Terrorism and journalism have a symbiotic relationship. Terrorists execute spectacles of violence and chaos to attract attention while journalists provide wall-to-wall coverage of this violence to capture audience interest. Responsible coverage of terrorism needs to offset a duty to report the news against the terrorists’ ability to exploit the news.
Terrorists target certain locations and victims for their newsworthiness. In this, they are aided by the highly competitive nature of an always-on media system. Rolling 24 hour news and social media create a rush to provide the most up-to-date information. In this haste, fact-checking and restraint lose out to sensationalism. The economic pressures experienced by most news organisations also encourage sensationalism. With declining revenues and fragmented audiences, there has never been a greater financial incentive behind the editorial maxim “if it bleeds, it leads”.
The failures are evident in the standard cycle of terror attack coverage. During attacks and in the immediate aftermath, repetition and confusion reigns in the form of “live” coverage. With little concrete information to report, eyewitness accounts of chaos play on loop while trolls and hoaxers stir further confusion on social media. Shortly after the Manchester Arena bombing, the Daily Express and Daily Star falsely reported that a gunman was outside the Royal Oldham Hospital while the MailOnline carried fake images of missing teenagers. The rush to break news can even undermine security. When the Charlie Hedbo gunmen attacked a printing office and supermarket, several French media outlets revealed where the hostages were hiding.
In the days following an attack, extensive coverage of both the victims and the timeline of events gives way to profiles of the perpetrators and analysis of the motives. This obsessive profiling of the perpetrators glorifies the attackers, giving them the attention they craved. In 2016, some French news organisations vowed to stop publishing the names and photographs of perpetrators to deny them “posthumous glorification”. News outlets in general have declined to follow this editorial stance.
Of course, not all media coverage is irresponsible. Yet, taken as a whole, media coverage of terror attacks serves the terrorists by fueling fear and amplifying social division.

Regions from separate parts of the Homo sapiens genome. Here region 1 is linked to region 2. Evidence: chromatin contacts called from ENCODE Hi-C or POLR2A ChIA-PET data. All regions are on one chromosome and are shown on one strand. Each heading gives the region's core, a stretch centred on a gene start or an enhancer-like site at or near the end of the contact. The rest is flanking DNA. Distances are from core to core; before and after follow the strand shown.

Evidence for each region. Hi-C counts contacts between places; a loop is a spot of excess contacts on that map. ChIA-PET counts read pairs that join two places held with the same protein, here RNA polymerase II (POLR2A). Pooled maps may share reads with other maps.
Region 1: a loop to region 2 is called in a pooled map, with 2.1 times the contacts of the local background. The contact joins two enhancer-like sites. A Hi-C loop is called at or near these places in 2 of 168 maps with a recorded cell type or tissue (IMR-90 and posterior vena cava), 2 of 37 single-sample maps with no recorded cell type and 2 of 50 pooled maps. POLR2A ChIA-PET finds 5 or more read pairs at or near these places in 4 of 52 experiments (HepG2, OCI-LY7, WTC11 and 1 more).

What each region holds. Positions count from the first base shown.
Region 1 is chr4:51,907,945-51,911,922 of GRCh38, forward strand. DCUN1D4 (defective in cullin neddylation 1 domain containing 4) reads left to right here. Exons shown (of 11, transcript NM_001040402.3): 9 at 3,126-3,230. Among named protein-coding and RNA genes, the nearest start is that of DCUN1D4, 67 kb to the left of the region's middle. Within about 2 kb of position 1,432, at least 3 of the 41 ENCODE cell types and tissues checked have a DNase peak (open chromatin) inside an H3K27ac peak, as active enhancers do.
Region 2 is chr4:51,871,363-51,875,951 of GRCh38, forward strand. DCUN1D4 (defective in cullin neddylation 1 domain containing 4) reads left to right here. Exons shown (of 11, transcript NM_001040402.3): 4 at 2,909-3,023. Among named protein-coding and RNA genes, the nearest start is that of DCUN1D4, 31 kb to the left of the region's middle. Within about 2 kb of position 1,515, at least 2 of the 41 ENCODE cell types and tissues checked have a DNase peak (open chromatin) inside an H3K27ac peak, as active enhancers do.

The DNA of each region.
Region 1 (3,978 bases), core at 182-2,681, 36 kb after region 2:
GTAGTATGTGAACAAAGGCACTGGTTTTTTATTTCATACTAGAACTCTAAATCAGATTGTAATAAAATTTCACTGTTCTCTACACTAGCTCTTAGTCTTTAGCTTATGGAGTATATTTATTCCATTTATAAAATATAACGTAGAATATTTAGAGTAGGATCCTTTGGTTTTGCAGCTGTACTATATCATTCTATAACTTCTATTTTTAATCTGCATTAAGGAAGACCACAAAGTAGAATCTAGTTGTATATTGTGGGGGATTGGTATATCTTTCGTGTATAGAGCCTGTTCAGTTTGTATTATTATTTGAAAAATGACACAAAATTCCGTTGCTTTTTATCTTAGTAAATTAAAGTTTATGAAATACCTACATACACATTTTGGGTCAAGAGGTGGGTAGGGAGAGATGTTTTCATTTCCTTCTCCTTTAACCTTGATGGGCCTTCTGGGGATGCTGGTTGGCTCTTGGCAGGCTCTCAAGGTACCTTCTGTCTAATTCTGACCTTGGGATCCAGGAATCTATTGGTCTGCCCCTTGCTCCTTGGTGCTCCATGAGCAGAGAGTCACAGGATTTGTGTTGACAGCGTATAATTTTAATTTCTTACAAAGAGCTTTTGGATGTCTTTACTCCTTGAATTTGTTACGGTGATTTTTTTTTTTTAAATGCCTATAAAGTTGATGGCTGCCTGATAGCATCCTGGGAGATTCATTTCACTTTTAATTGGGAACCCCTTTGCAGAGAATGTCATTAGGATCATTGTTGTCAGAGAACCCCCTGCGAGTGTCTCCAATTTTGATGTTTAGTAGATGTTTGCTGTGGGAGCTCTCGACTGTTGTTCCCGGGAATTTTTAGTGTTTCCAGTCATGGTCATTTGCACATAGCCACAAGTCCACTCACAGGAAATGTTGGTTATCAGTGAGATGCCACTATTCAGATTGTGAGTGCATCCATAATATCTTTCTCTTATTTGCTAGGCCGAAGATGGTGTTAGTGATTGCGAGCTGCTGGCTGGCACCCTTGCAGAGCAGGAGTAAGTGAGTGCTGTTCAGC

Fueling Fear: Generating widespread fear that disrupts the ordinary functioning of society is the raison d’etre of terrorism. With horrific terror attacks across Europe in the past two years, there has been extensive coverage of the threat posed by ISIS and Islamists inspired by ISIS. Yet, the odds of experiencing a terror attack in Western Europe remain extremely low. Moreover, terrorism in Europe was deadlier across the 1970s and 1980s.
The perception and the reality are completely out of sync because we tend to prioritize recent and dramatic events. By failing to provide context, the news media have a major responsibility for this distorted public perception. In the immediate aftermath of an attack, the public may not want to hear context about the historical and global patterns of terrorism, but this is precisely the message people need to hear. Putting terrorism in Western Europe in context does not diminish the victims of terrorism; it diminishes the power of the terrorists to spread fear.
Amplifying Social Division: Revulsion and anger are natural responses to the mass murder of civilians. It is also natural for the news media to give voice to these reactions. Without restraint and caution, however, there is a real risk of aggravating social division and hate. Arguably, this is the primary risk of terrorism in Western Europe; it is not acts of the acts of terrorism per se but the social division those acts can engender. Restraint by the news media is particularly important as racists and internet trolls capitalise upon tense and emotional situations to further their own agendas.
While the media do provide informed evidence-based opinion from security experts and civil society representatives, they also give a platform to the ill-informed and obvious bigots. Daily Mail columnist Katie Hopkins, whose career is premised on racist ranting, endorsed “a final solution” to Islamist terrorism while the The Telegraph’s columnist Allison Pearson called for the the “internment of thousands of terror suspects”; obviously ignorant of the consequences of internment in Northern Ireland. Undoubtedly, Hopkins and Pearson are not alone in their views, but they do gain their platform via the mainstream media and their views are not in any way helpful for defeating terrorism.
Responsible media coverage will not end terrorism, but it will weaken the power of terrorists and terrorism. It will do so by depriving terrorists of the attention they desire and by refusing to let fear and social division change the way we live and undermine the principles of an open society.
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